In his defense, Kobe is only 31. His platform, however, is aging.

But unlike his NBA body, which won't get any younger, his ability to impact change has almost infinite lifespan potential, if he chooses to unlock it.

And Kobe should know a thing or two about potential.

Tuesday, September 8, 2009

USC-San Jose State: 5 Things Recap

Here is a recap of USC's 56-3 blowout of San Jose State on Saturday, through the lens of my 5 things to watch for post on Friday.

1. Who gets the early carries?

Matt Barkley put on a good opening act, but Saturday was all about Joe McKnight. The junior tailback got the early carries, and even more importantly, continued to get carries after coughing it up for the umpteenth time in his USC career.

Pete Carroll appears more than willing to put up with McKnight's fumbling woes, which should be as concerning to Trojans fans as McKnight's dazzling second touchdown dash was promising.

2. Will Bates be all about balance?

This might have more to do with No. 3 than anything else, but new offensive coordinator Jeremy Bates was content giving the majority of touches to USC's stable of tailbacks.

Running the ball worked, so Bates ran with it. You have to expect that will be the Trojans' strength moving forward, so we'll call the game one play-calling a plus.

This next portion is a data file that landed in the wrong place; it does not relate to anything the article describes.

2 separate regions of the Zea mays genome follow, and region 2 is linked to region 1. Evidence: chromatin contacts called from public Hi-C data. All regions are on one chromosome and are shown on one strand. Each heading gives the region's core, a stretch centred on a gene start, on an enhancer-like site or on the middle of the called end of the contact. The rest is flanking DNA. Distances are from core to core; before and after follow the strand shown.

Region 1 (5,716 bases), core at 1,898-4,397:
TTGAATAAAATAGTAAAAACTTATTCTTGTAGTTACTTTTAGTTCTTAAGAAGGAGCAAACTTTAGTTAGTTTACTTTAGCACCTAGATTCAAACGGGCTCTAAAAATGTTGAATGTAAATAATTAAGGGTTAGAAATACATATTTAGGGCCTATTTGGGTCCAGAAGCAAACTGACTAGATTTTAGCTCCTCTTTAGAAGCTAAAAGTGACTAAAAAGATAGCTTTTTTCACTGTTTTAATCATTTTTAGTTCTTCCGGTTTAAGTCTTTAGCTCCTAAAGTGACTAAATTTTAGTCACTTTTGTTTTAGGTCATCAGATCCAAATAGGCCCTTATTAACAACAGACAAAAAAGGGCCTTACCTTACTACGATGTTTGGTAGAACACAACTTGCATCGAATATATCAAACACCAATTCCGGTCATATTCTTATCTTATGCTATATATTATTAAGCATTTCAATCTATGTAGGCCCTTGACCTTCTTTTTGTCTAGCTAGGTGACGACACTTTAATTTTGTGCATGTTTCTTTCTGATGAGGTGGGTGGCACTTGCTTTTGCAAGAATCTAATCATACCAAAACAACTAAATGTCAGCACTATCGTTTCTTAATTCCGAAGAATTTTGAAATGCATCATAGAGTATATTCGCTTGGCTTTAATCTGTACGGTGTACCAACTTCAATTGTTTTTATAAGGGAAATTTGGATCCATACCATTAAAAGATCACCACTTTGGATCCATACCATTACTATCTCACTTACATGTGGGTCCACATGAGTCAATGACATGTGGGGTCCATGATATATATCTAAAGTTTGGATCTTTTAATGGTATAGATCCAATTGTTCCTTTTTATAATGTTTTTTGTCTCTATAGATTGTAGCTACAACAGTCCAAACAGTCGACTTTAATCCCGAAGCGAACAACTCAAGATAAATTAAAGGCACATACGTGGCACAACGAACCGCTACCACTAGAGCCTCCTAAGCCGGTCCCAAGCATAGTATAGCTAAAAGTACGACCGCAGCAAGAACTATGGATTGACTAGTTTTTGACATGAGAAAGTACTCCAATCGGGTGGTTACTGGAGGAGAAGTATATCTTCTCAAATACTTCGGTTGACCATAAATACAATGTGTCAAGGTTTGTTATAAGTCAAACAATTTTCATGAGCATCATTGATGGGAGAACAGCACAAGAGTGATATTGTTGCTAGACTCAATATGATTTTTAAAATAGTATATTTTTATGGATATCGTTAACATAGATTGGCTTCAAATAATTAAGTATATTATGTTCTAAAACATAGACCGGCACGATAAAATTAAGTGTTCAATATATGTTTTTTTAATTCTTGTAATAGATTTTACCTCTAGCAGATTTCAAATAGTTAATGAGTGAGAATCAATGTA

3. Will everything be kept under wraps?

Yes. The reason? Nothing special had to be done to stomp all over the Spartans.

As the commentators said in the fourth quarter, "USC is running no more than five plays."

Just as Carroll and Bates planned it.

4. Can David Ausberry be a threat?

The jury is still out on this one. He wasn't needed Saturday, and thus, this is still a major question for USC.

5. How hard will Taylor Mays try to get a pick?

It was entertaining watching Mays after the whistle had sounded. I think he patted just about every San Jose State player on the butt. Twice.

This being Mays' fourth season, he probably understood more than his younger teammates that the game was little more than a glorified scrimmage.

We'll see how Mays approaches the Buckeyes next week.

Thursday, September 3, 2009

USC-San Jose State: 5 Things to Watch For

My Coliseum press box days are behind me, but I figure I still have a little armchair QB left in me.

My biggest gripe with USC football during the four years I was there was the lack of exciting football games. My freshman year definitely had its share (opening with 70-17 over Arkansas, finishing with Vince Young's confetti parade and staging the Bush Push in between), but after that point... well, I suppose there was the Chauncey Washington-Justin Forsett duel at Cal.